In 2002 and 2003, the Institute for Community Inclusion (ICI) conducted a national survey of Community Rehabilitation Providers (CRPs) that was funded by the Administration on Developmental Disabilities. The goal was to identify major trends in employment and non-work services for people with developmental disabilities. Since CRPs are key partners in implementing disability-related employment policy, including TWWIIA and WIA, researchers were interested in the extent to which organizations participated in these initiatives.
Community rehabilitation providers
Community Rehabilitation Providers (CRPs) support people with intellectual and developmental disabilities to find work in their communities. In the resources below, learn more about how CRPs function and how their work is evolving.
The proportion of individuals participating in non-work programs has grown noticeably over the past decade. Despite the push toward integrated employment for people with developmental disabilities in many states, non-work day programs continue to be a substantial component of the service mix. Butterworth et al.
In 2010, when the New Hampshire Bureau of Developmental Services (BDS) received grant funds to strengthen multisystem service delivery, its administrators partnered with area agencies; community rehabilitation providers, or CRPs (employment providers); and other stakeholders to improve and streamline the process of collecting employment data.
Katahdin Friends, Inc. (KFI), headquartered in the small rural community of Millinocket, Maine, has been a service provider in this community and surrounding regions for the last 54 years. After providing segregated services for its first 20 years, KFI became an early adopter of supported employment.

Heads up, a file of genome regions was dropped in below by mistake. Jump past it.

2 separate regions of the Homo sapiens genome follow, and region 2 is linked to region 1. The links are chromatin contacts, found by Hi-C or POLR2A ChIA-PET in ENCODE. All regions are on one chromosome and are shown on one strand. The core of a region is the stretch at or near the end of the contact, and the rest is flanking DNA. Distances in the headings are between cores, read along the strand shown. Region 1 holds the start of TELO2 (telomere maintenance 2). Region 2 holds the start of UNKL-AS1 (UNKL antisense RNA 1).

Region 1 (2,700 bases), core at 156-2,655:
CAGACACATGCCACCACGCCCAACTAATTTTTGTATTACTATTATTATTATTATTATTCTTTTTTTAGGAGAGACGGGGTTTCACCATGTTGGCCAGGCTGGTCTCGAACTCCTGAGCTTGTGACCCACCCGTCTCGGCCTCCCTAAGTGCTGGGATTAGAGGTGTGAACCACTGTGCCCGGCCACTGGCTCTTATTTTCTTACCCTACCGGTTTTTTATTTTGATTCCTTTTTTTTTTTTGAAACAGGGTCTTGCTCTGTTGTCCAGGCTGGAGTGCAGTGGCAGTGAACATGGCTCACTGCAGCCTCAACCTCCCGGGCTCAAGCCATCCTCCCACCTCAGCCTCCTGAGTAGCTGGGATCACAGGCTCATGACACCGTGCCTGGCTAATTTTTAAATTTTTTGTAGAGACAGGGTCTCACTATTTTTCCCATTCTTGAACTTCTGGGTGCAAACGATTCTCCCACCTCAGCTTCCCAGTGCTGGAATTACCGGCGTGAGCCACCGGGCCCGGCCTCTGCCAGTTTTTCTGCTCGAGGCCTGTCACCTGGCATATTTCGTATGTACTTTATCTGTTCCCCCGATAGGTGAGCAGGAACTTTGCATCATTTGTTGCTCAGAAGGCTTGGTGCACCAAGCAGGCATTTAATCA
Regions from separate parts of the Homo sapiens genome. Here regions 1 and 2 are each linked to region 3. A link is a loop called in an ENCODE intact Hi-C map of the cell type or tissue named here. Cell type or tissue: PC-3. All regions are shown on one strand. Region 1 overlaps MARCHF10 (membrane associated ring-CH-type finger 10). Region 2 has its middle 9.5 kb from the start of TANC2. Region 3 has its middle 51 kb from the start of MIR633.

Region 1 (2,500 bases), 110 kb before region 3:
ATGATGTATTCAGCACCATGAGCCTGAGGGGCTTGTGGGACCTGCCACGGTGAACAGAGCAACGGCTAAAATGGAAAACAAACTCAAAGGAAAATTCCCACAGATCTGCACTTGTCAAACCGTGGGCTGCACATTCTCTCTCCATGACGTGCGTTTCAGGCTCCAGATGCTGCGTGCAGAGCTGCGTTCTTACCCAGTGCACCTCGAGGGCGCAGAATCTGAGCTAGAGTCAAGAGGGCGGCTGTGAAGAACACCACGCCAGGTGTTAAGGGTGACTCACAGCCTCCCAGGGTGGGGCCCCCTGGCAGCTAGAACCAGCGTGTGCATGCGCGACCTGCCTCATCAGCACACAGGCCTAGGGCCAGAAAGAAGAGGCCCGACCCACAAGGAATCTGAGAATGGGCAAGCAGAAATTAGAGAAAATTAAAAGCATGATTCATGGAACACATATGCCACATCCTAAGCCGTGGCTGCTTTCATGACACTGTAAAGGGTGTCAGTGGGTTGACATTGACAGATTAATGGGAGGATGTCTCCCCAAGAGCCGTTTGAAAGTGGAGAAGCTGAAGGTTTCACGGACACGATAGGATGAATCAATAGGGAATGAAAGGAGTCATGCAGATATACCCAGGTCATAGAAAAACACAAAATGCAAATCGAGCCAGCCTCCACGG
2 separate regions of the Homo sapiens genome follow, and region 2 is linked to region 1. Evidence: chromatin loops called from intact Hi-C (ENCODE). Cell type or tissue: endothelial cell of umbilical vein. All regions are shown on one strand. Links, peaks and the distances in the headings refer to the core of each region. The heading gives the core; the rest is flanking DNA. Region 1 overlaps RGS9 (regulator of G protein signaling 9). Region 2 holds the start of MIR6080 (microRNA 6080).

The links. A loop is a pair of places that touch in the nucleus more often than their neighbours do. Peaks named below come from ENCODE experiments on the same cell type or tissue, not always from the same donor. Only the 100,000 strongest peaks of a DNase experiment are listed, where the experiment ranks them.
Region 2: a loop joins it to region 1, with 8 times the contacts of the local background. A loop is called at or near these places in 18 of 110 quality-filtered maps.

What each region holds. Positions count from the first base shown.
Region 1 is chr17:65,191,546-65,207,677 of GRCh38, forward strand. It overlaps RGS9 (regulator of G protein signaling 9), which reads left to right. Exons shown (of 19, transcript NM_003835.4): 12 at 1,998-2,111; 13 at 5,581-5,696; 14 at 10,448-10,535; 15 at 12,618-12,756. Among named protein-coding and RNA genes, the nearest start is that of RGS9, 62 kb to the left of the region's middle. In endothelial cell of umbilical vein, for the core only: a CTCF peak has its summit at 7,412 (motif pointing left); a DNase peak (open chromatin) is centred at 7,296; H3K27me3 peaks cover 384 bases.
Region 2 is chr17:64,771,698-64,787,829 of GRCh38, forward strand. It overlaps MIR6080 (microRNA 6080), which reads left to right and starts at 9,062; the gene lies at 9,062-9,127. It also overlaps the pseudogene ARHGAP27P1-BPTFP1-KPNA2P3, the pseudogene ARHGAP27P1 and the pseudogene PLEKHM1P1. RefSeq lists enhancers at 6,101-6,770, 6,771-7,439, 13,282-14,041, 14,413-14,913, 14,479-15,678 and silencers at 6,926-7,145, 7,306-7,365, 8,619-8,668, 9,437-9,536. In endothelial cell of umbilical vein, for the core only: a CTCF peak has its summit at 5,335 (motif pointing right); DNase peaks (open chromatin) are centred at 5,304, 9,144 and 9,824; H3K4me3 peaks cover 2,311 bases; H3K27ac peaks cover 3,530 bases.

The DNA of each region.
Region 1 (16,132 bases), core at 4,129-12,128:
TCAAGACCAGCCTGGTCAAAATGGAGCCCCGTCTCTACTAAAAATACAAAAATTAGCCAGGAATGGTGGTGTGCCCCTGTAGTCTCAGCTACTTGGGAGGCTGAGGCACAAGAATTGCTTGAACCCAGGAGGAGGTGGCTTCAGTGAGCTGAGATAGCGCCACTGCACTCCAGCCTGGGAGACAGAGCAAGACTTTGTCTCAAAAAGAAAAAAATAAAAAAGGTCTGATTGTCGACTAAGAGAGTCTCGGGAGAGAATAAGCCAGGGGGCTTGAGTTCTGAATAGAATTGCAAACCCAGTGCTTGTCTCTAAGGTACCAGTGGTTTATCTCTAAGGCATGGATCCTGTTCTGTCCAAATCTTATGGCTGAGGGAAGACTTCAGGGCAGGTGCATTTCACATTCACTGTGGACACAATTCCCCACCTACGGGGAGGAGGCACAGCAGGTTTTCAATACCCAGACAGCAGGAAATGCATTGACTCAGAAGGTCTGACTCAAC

Via of the Lehigh Valley is a CRP headquartered in Bethlehem, PA. Since 2008, Via and local high schools have provided customized employment services so that
Job Squad is a medium-sized CRP that provides services to individuals in 13 counties within West Virginia. In 2005, responding to customer demands, executive director Brenda Hellwig and her staff received training from Griffin-Hammis Associates to offer community employment services. A staff member proposed the idea for the blog as one way to update Job Squad’s website and promote community employment to stakeholders, including potential employers. As a collection of articles, tools and strategies, the blog provides valuable information for people in West Virginia and beyond.
Able Opportunities is a certified vendor for the state of Washington’s Department of Vocational Rehabilitation, Developmental Disabilities Administration, Division of Developmental Disability, and Department of Labor and Industry. The Work Independence Network (WIN) began in 2005 as a partnership between Able Opportunities, Harrison Medical Center, and Kitsap County Developmental Disabilities to help people with intellectual and developmental disabilities (IDD) find jobs.
LaunchAbility is a CRP that serves people with IDD in several locations throughout North Texas. LaunchAbility’s employment services program offers placement exclusively in the community.
The LaunchAbility Academy Training Program was established in collaboration with the Department of Assistive and Rehabilitative Services (DARS) as a way to engage employers and prepare job seekers for employment.
Progressive Employment Concepts (PEC), a community rehabilitation provider with several locations in northern California, was founded in 1995 to support people with intellectual and developmental disabilities (IDD) to find employment in their communities. PEC currently supports 90 people in individual jobs.
New England Business Associates (NEBA), a community rehabilitation provider (CRP) in Springfield, Massachusetts, provides individualized employment services to local youth and adults with intellectual and developmental disabilities. This organization sets itself apart from other employment providers in many ways, from its appearance, to the attitudes of its staff, to the manner in which it provides services.